Lewis Hamilton describes his relationship with Angela Cullen, the effervescent New Zealander now ever-present in his entourage, as “one of the greatest things that has happened to me”. Study this weekend’s Formula One finale in Abu Dhabi and you will notice how the pair have grown inseparable, with Cullen checking everything from the world champion’s arrival time at the track to the placement of his water bottle in the car.
When Hamilton suffered a neck injury at Monza in September, caused by Max Verstappen’s rear tyre falling on his Mercedes cockpit, he risked missing his appointment the next evening at the Met Gala. But Cullen rode to the rescue, travelling with him to New York to continue the physiotherapy work. This season, which promises to culminate at
Yas Marina in a record eighth world title for Hamilton, has required the two to spend more time in each other’s company than ever. The acutely health-conscious Hamilton has been carefully controlling his Covid bubble, lest he test positive and be compelled to miss at least one race. As such, Cullen, 47, is invariably the first person he glimpses when he wakes up and the last person he sees at night.
What began as a driver-physio dynamic has evolved into a far more precious connection for Hamilton, 36, with Cullen even staying in his motorhome on European race weekends to provide company and counsel. Cullen, who is married with two children and lives on the French-Swiss border near Hamilton’s Monaco base, never intended to develop such a high profile in F1. Indeed, she barely contemplated a career in the sport at all until 2014.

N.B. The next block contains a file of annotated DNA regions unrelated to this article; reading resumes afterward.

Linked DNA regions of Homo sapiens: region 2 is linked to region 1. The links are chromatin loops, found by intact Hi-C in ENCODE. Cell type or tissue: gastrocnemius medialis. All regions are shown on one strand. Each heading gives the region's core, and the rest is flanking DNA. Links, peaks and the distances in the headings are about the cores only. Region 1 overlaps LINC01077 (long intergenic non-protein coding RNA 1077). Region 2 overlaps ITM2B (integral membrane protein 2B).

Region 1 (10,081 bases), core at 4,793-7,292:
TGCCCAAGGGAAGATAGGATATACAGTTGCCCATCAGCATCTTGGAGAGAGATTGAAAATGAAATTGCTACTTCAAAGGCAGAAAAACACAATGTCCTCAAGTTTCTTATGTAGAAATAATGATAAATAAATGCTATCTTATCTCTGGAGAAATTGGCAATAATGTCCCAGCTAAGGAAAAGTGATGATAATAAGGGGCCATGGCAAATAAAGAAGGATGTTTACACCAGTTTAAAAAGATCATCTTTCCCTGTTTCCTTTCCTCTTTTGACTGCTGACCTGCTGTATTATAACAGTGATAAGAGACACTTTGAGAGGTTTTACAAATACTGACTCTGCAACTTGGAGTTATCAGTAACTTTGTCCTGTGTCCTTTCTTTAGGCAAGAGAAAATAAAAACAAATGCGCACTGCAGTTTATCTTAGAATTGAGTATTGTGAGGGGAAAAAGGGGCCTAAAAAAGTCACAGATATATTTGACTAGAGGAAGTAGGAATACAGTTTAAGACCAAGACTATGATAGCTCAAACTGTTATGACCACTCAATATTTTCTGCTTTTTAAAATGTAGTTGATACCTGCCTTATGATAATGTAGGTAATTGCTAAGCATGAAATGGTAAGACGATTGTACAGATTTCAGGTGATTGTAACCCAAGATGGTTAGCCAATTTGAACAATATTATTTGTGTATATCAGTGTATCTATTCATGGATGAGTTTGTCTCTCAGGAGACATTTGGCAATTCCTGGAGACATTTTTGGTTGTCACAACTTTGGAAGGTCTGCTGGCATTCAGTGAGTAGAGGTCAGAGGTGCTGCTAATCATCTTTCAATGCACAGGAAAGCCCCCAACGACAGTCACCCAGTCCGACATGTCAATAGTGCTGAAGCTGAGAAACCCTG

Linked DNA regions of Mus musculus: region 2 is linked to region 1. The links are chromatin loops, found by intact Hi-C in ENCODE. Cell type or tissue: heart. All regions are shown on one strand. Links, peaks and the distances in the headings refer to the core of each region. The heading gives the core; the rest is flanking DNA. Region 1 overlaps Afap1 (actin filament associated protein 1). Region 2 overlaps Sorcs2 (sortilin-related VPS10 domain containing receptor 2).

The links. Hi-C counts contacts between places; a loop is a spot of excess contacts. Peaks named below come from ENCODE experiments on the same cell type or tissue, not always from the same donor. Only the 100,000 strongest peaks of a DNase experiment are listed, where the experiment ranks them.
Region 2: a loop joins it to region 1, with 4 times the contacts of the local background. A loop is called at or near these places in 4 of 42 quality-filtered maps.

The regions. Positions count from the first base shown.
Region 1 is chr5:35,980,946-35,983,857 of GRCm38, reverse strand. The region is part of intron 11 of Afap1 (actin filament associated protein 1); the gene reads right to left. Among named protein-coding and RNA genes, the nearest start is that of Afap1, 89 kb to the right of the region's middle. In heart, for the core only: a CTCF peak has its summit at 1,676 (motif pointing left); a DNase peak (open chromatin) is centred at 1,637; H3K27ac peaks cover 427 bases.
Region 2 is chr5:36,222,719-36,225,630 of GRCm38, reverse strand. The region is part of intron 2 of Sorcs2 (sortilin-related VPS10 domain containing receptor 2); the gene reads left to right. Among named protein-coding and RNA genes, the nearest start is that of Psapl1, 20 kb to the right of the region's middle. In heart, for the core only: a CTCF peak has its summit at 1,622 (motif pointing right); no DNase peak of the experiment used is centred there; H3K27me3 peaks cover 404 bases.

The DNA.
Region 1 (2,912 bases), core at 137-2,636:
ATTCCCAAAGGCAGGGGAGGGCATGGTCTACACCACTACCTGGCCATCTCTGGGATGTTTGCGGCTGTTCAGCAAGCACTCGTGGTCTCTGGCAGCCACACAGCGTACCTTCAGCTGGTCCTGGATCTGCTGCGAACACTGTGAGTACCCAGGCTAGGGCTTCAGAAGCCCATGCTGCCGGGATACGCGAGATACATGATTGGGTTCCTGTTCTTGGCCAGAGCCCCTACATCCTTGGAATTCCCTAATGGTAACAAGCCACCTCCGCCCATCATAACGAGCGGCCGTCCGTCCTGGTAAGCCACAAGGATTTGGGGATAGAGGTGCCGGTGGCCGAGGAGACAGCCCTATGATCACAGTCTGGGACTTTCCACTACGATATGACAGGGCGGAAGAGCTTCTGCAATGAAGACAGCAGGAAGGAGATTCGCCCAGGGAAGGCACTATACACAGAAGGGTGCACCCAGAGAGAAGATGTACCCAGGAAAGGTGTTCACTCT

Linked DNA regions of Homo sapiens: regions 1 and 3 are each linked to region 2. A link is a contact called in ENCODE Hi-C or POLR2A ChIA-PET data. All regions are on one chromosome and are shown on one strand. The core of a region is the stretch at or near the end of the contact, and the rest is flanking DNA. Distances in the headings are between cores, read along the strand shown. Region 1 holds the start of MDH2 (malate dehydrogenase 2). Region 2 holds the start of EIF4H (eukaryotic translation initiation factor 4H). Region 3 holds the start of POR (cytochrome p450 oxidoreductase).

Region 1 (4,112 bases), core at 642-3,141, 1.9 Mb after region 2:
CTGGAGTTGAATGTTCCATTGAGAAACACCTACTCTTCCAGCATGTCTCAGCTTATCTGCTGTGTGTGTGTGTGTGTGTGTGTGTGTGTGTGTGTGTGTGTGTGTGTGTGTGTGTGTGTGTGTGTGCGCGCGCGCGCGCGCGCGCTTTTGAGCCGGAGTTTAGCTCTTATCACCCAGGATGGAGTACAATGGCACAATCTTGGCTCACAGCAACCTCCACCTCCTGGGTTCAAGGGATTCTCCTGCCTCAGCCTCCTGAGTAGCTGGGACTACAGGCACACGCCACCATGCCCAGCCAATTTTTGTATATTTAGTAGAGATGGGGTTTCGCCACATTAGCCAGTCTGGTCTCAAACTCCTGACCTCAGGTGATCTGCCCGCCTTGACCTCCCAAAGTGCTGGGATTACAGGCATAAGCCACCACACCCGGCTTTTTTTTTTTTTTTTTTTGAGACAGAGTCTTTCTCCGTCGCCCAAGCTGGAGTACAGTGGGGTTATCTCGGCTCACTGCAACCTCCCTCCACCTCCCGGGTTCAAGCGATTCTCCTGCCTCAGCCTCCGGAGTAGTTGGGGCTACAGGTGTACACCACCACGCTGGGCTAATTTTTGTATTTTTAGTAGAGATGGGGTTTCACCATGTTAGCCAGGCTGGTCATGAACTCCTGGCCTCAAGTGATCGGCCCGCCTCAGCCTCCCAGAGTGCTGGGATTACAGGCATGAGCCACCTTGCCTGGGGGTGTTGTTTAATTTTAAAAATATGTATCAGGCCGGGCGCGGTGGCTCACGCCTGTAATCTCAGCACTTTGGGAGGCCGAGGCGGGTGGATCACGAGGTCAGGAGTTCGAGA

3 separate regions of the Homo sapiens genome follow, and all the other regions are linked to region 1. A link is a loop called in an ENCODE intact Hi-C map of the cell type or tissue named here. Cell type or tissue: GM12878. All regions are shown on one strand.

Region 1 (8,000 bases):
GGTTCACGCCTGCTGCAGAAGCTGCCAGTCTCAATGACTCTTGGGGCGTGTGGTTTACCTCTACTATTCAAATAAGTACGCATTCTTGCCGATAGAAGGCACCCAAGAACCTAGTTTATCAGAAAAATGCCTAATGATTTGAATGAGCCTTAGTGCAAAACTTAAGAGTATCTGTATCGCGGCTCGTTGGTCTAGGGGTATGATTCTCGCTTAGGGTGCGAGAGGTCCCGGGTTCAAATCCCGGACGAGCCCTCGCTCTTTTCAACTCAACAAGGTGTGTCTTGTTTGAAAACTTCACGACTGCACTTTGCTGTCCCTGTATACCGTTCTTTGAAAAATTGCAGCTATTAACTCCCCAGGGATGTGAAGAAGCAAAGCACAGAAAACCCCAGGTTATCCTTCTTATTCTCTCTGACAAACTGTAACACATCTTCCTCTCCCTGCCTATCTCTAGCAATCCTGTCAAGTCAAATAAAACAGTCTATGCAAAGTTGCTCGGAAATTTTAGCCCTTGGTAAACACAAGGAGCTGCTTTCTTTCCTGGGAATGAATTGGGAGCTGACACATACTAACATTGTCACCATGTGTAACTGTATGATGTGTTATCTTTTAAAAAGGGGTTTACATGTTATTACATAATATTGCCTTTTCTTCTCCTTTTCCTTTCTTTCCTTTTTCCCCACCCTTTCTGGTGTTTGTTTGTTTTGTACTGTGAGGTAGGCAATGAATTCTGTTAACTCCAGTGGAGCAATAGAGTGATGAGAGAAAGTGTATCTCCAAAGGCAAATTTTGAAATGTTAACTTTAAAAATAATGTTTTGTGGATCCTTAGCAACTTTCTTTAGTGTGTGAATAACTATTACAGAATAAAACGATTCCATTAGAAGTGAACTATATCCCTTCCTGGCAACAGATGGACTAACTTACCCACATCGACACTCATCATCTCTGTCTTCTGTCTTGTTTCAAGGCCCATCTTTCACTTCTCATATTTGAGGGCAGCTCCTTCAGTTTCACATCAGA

View this post on Instagram
At the time, she was still working at the English Institute of Sport, helping Britain’s 100 and 200-metre sprinters to maximise their speed, mobility and explosiveness. Only during a ski holiday in the French Alps did her colleague, Pete McKnight, now director of coaching and sports science at F1 consultants Hintsa Performance, raise the possibility of working with Hamilton.
“At the time, Angela was mainly working with corporate clients, but when the opportunity to work with Lewis came up we thought, ‘Why not give this a go?’” McKnight told Telegraph Sport. “It has worked out perfectly.” Hamilton, evidently, could hardly be happier with the arrangement. He is famously discerning about who accompanies him on the road, having found the presence of his father,
Anthony, too suffocating in the end. The departure earlier this year of Marc Hynes, his long-time manager, threatened to leave him a solitary figure in the paddock. But, in Cullen, he has discovered a kindred spirit who anticipates his every need.